Ipala

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  • Country
  • Subregion Name
  • Primary Volcano Type
  • Last Known Eruption
  • 14.55°N
  • 89.63°W

  • 1650 m
    5412 ft

  • 342190
  • Latitude
  • Longitude

  • Summit
    Elevation

  • Volcano
    Number

There are no activity reports for Ipala.



 Available Weekly Reports

There are no Weekly Reports available for Ipala.

There are no Holocene eruptions known for Ipala. If this volcano has had large eruptions prior to 10,000 years ago, information might be found in the LaMEVE (Large Magnitude Explosive Volcanic Eruptions) database, a part of the Volcano Global Risk Identification and Analysis Project (VOGRIPA).

The following references are the sources used for data regarding this volcano. References are linked directly to our volcano data file. Discussion of another volcano or eruption (sometimes far from the one that is the subject of the manuscript) may produce a citation that is not at all apparent from the title. Additional discussion of data sources can be found under Volcano Data Criteria.

IAVCEI, 1973-80. Post-Miocene Volcanoes of the World. IAVCEI Data Sheets, Rome: Internatl Assoc Volc Chemistry Earth's Interior..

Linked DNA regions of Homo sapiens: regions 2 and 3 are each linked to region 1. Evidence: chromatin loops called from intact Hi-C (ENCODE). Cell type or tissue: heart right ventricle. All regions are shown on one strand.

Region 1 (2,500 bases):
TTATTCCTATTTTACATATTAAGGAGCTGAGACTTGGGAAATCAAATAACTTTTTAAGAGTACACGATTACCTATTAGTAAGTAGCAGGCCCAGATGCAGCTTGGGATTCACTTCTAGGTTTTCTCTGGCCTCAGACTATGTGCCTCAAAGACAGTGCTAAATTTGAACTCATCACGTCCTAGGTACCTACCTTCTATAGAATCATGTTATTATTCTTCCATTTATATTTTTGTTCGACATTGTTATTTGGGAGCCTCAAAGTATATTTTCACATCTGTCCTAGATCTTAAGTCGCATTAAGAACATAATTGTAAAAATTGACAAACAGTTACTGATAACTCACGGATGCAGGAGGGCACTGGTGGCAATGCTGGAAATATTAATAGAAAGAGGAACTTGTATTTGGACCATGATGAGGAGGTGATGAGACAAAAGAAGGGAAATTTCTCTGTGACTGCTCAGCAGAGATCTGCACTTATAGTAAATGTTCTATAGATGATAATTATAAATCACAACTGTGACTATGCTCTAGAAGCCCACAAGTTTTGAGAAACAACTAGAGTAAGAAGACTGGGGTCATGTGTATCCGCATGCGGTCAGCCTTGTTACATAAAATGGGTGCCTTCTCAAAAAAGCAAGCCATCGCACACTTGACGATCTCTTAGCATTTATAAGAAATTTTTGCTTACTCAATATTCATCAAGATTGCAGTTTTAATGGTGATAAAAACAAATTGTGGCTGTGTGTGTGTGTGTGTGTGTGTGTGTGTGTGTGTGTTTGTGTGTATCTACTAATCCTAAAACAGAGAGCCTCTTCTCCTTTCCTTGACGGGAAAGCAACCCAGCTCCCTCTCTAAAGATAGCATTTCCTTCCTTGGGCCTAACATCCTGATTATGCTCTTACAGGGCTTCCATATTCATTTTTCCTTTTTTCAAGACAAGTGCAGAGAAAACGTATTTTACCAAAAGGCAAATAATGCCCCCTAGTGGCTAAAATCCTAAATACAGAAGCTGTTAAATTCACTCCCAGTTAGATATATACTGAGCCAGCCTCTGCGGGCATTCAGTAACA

Incer J, 1988. Central American volcanic events (1524-1924). Unpublished manuscript, 52 p.

Williams H, McBirney A R, Dengo G, 1964. Geologic reconnaissance of southeastern Guatemala. Univ Calif Pub Geol Sci, 50: 1-62.

Ipala is a small but prominent stratovolcano that extends nearly across the full width of the Ipala graben and rises 750 m above the graben floor. The 1650-m-high summit of Volcán Ipala is truncated by a 1-km-wide crater whose steep, 150-m-high walls tower above a lake. A prominent parasitic cone, Monte Rico, is located on the southern flank; it and other cones on the northern flank lie along a N-S-trending fracture that continues well beyond the southern flank of the volcano. The eastern flank of Ipala is cut by a 17-km long, NNE-SSW fissure that produced a conspicuous line of Holocene cinder cones that fed basaltic lava flows covering about 20 sq km. Diaz reported that in 1865 Ipala ejected ash from January 24 to June. He listed no source and the report seems improbable (Incer 1988, unpublished manuscript).